Honoring and praising looking a certain way while body-shaming everyone who doesn’t is so built in to how we think and speak about physical beauty that it event permeates how we compliment people; “Oh she has such a pretty face!” or “She dresses amazingly well for her size”, as if someone’s size puts an automatic limit on how well she could dress. A comment like that is essentially saying, “Given that you weigh a certain amount, there’s only so much you can do. You’re always going to be less beautiful than someone who isn’t your size. But hey, you’re the most beautiful you can be, which – don’t forget – is still definitely not beautiful enough, so good for you!”

Obviously we could spiral out talking about body-shaming in media, and unrealistic physical ideals that literally so few people are even genetically capable of attaining yet that all people are expected to strive for at all costs. But that’s not the point, at least for now. Today’s point is about a distinct thing that happens around the New Year: The usual body-shaming, unrealistic beauty ideals, and the Cult of Perpetual Superficial Betterment all come together in an absolute media fury of headlines aimed at telling you what’s wrong with your body, how to fix it, and how much happier you’ll be once you do.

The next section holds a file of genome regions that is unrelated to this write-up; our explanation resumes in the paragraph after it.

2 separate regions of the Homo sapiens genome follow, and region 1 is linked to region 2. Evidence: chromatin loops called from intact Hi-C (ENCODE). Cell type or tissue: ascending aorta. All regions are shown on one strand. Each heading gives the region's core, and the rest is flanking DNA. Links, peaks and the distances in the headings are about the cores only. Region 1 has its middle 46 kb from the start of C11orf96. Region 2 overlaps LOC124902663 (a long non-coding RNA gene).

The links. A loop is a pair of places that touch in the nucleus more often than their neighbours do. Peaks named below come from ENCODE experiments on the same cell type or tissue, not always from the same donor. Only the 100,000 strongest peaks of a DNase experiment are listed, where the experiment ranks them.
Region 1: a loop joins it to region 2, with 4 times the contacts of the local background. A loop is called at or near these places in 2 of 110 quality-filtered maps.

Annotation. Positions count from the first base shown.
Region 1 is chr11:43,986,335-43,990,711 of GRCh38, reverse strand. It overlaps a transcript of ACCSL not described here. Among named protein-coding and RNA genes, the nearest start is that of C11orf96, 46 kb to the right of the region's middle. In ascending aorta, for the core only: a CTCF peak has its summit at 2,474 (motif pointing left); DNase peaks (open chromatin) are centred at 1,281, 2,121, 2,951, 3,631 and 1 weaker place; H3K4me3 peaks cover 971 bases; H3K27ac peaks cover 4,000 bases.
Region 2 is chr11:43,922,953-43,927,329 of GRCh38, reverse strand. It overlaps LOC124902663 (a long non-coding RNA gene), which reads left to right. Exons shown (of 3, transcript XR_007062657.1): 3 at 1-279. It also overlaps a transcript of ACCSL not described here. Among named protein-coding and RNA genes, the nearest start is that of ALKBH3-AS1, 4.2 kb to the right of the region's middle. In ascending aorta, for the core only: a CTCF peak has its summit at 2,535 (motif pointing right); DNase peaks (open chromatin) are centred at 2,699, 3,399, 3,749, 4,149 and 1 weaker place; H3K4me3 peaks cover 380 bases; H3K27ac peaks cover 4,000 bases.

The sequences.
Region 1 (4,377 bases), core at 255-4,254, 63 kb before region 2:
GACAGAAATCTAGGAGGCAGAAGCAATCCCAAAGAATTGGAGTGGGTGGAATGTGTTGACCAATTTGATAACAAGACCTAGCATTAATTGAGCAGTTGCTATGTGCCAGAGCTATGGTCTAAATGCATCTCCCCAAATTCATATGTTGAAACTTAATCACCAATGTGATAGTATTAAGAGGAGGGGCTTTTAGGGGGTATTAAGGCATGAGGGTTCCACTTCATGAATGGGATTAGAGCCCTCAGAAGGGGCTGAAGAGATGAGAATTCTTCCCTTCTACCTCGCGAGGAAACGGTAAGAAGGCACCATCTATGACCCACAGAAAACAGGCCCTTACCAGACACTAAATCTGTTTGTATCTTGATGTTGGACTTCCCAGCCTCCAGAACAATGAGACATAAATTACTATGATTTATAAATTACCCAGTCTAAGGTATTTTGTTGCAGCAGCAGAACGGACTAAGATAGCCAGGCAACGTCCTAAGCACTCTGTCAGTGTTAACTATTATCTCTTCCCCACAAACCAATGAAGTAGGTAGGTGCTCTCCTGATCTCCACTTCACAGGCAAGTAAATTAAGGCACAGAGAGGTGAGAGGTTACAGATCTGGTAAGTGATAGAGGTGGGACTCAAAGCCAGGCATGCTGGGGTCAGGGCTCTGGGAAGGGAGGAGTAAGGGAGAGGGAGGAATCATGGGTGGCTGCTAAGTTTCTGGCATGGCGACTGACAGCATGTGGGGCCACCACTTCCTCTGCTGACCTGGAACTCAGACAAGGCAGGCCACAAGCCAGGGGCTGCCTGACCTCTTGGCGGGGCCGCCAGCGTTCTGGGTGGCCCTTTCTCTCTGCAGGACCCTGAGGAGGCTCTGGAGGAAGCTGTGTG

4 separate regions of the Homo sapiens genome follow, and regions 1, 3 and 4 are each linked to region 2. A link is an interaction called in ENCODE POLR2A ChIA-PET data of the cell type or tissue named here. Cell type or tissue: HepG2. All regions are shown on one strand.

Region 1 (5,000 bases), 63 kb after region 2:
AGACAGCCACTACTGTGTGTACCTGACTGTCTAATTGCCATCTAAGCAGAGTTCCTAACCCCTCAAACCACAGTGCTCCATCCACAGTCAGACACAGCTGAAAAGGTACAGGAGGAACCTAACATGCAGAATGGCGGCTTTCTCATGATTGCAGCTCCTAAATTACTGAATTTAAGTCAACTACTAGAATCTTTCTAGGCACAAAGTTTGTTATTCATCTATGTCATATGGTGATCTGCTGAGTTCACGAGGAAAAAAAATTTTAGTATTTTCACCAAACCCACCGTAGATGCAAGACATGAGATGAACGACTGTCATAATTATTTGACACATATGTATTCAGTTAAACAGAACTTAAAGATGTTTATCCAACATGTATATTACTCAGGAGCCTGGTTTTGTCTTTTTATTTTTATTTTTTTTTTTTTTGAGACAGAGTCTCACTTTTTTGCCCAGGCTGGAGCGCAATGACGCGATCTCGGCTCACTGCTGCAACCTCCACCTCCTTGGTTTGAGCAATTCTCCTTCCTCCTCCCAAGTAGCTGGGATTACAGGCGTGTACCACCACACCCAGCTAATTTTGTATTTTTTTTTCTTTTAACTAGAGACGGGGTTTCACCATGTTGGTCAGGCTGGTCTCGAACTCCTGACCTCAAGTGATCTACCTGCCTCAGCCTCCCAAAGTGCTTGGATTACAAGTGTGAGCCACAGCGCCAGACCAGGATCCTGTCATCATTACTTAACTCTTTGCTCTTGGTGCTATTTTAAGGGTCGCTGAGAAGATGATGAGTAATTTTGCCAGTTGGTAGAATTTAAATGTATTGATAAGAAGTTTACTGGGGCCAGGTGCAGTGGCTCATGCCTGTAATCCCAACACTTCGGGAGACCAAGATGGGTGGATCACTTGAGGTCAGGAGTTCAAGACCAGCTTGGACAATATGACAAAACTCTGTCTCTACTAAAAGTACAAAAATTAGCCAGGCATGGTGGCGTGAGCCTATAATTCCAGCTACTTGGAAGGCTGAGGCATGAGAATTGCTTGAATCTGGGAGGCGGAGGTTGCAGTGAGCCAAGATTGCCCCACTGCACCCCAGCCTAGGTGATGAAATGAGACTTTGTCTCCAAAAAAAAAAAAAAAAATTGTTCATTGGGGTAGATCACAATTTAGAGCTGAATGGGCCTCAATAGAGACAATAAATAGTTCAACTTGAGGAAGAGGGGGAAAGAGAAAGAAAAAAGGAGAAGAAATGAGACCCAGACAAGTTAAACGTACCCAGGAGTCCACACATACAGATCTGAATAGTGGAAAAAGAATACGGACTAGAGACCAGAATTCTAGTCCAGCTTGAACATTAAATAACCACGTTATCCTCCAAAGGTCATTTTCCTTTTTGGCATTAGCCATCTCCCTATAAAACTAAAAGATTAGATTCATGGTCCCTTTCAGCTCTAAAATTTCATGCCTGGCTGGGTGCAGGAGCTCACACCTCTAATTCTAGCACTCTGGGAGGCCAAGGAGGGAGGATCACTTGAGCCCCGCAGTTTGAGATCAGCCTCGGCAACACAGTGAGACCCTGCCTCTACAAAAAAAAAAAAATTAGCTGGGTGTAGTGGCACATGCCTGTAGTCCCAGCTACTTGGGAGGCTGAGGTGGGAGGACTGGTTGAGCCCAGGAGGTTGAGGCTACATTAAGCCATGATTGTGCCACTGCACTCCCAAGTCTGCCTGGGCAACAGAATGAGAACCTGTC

The extreme degree this annual media practice (which definitely exists in to an ever-so-slightly lessened degree the rest of the year) would almost be funny if, ya know, it wasn’t so horrifically damaging to the perceived self-image of millions of women and girls, which spreads to infect their sense of worth in all areas of their existence and effectively turns the ever-growing media into an incredibly strong weapon in the continued oppression of women, but like, aside from all that, it’s kinda funny how insane these headlines can get.

So anyway, here’s some plum examples of what I’m talking about. If you see headlines like these, do not click on them. Clicks equal ad sales for these websites, so really, you’re clicking on something that will make you hate yourself enough to buy the bullshit products that promise to make you in some way more attractive (beauty products, clothes, diet pills, make-up, etc.) being sold by advertisers who paid money to get your attention when your self-image is at a low. It’s a bullshit game, and we need to all stop playing it. So don’t click when you see these headlines. If you need an alternative, feel free to email me and I will give you a custom pep talk. Joking not joking.